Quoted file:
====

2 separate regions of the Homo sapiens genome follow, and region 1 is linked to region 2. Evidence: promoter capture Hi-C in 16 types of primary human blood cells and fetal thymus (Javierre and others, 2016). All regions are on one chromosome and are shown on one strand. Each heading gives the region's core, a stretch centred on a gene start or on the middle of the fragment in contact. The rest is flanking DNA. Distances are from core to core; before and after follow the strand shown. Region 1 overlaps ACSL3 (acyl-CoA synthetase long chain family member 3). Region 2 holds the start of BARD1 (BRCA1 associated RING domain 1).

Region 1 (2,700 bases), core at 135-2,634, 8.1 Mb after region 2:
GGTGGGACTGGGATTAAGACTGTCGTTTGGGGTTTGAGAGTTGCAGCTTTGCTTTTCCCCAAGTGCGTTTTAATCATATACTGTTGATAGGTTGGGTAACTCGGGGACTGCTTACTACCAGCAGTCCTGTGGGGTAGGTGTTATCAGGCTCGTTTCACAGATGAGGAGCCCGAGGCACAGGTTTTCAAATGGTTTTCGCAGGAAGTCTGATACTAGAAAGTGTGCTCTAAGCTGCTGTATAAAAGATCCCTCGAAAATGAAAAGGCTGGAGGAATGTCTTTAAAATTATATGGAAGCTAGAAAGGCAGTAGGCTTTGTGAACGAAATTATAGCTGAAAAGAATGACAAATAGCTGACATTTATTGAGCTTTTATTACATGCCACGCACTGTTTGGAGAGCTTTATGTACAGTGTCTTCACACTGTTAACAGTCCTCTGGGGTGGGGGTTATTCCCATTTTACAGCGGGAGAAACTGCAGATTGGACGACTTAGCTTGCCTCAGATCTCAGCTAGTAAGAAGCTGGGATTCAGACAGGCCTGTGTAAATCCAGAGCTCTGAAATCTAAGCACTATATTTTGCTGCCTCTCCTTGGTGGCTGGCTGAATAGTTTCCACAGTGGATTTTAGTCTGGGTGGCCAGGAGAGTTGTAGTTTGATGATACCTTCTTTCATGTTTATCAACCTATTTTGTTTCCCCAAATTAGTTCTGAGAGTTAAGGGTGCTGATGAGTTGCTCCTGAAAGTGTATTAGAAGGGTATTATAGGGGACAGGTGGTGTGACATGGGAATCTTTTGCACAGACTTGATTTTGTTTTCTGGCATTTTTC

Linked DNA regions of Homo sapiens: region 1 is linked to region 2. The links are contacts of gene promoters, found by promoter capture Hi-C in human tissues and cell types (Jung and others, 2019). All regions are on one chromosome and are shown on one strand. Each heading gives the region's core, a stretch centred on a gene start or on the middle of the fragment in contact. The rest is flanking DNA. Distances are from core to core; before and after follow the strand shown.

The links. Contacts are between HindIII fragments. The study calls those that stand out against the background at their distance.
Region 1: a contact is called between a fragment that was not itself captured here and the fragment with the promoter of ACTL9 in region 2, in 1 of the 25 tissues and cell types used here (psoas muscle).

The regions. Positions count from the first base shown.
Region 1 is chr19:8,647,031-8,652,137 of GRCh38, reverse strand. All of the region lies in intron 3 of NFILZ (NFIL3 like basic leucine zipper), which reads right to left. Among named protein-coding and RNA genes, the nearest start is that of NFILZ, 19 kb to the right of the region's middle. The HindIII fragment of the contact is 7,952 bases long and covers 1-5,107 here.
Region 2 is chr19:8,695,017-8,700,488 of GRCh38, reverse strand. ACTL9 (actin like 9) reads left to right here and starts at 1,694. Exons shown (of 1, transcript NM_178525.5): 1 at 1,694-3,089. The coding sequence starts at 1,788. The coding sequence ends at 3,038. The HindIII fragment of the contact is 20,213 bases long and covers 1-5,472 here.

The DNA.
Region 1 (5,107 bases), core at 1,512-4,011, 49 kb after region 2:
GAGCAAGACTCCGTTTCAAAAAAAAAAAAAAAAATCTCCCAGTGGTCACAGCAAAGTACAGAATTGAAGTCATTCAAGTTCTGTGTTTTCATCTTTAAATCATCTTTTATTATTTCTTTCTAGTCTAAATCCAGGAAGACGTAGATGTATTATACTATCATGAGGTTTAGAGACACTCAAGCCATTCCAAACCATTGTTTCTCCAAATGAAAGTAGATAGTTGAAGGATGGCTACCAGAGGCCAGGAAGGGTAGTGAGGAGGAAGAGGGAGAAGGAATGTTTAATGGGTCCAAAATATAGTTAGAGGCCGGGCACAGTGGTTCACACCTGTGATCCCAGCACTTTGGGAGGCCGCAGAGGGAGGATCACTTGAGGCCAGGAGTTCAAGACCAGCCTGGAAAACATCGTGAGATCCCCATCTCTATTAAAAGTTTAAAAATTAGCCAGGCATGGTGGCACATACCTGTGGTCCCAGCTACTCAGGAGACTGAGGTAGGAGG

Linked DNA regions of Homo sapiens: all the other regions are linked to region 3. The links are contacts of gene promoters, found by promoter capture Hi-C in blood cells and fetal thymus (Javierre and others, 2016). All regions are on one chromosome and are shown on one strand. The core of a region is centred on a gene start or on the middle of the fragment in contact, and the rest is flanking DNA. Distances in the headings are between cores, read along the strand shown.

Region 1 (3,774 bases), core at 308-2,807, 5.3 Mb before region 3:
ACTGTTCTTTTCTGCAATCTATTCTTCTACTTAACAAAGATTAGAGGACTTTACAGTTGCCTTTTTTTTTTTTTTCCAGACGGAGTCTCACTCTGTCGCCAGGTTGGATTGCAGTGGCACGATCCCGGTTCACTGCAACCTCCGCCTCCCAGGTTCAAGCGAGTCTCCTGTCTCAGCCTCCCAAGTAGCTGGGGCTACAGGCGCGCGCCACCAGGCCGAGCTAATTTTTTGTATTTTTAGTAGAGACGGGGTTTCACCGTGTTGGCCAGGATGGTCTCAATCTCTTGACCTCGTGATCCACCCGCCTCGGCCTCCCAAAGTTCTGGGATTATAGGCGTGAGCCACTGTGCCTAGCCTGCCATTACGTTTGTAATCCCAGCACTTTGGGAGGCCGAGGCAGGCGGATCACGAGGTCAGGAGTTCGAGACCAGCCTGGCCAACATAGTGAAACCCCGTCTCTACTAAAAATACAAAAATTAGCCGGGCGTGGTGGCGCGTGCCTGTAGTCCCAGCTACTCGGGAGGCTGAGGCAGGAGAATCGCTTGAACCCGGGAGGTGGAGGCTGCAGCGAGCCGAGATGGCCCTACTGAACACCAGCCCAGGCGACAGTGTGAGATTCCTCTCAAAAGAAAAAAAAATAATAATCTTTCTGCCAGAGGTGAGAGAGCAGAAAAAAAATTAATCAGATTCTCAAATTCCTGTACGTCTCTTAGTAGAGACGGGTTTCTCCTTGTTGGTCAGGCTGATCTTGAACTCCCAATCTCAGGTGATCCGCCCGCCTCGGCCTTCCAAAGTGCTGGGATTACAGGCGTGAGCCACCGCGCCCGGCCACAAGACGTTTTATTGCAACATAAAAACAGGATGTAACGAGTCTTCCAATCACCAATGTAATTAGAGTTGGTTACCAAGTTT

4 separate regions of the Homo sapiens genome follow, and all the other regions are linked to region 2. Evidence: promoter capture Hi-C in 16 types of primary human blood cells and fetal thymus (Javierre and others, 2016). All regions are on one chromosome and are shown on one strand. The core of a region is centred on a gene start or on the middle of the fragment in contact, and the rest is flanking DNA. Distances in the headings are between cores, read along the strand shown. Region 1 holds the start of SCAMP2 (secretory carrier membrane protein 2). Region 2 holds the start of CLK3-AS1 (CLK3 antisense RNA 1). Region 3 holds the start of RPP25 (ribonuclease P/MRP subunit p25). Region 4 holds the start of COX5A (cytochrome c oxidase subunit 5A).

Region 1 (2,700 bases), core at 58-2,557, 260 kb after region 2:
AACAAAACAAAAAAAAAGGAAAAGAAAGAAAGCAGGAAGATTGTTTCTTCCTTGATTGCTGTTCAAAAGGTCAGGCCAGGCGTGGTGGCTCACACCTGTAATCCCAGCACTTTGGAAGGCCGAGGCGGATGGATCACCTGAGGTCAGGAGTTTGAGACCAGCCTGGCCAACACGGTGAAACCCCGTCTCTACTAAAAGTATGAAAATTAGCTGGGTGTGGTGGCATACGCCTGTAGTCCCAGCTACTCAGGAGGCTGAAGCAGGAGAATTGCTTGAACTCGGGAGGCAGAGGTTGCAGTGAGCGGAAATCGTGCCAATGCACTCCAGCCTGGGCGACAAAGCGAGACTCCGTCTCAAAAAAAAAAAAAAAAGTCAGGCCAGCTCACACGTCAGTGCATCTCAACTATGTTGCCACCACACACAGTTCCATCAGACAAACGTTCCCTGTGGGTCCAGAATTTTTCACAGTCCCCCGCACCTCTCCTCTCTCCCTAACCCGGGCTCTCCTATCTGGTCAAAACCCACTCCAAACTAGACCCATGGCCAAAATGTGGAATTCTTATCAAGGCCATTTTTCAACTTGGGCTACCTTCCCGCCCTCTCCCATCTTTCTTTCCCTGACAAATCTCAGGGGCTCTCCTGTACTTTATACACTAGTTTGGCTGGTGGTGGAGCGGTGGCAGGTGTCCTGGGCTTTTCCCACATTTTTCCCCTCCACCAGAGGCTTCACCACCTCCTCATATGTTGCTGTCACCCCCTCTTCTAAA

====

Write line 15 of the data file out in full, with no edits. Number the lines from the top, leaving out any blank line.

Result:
ACTGTTCTTTTCTGCAATCTATTCTTCTACTTAACAAAGATTAGAGGACTTTACAGTTGCCTTTTTTTTTTTTTTCCAGACGGAGTCTCACTCTGTCGCCAGGTTGGATTGCAGTGGCACGATCCCGGTTCACTGCAACCTCCGCCTCCCAGGTTCAAGCGAGTCTCCTGTCTCAGCCTCCCAAGTAGCTGGGGCTACAGGCGCGCGCCACCAGGCCGAGCTAATTTTTTGTATTTTTAGTAGAGACGGGGTTTCACCGTGTTGGCCAGGATGGTCTCAATCTCTTGACCTCGTGATCCACCCGCCTCGGCCTCCCAAAGTTCTGGGATTATAGGCGTGAGCCACTGTGCCTAGCCTGCCATTACGTTTGTAATCCCAGCACTTTGGGAGGCCGAGGCAGGCGGATCACGAGGTCAGGAGTTCGAGACCAGCCTGGCCAACATAGTGAAACCCCGTCTCTACTAAAAATACAAAAATTAGCCGGGCGTGGTGGCGCGTGCCTGTAGTCCCAGCTACTCGGGAGGCTGAGGCAGGAGAATCGCTTGAACCCGGGAGGTGGAGGCTGCAGCGAGCCGAGATGGCCCTACTGAACACCAGCCCAGGCGACAGTGTGAGATTCCTCTCAAAAGAAAAAAAAATAATAATCTTTCTGCCAGAGGTGAGAGAGCAGAAAAAAAATTAATCAGATTCTCAAATTCCTGTACGTCTCTTAGTAGAGACGGGTTTCTCCTTGTTGGTCAGGCTGATCTTGAACTCCCAATCTCAGGTGATCCGCCCGCCTCGGCCTTCCAAAGTGCTGGGATTACAGGCGTGAGCCACCGCGCCCGGCCACAAGACGTTTTATTGCAACATAAAAACAGGATGTAACGAGTCTTCCAATCACCAATGTAATTAGAGTTGGTTACCAAGTTT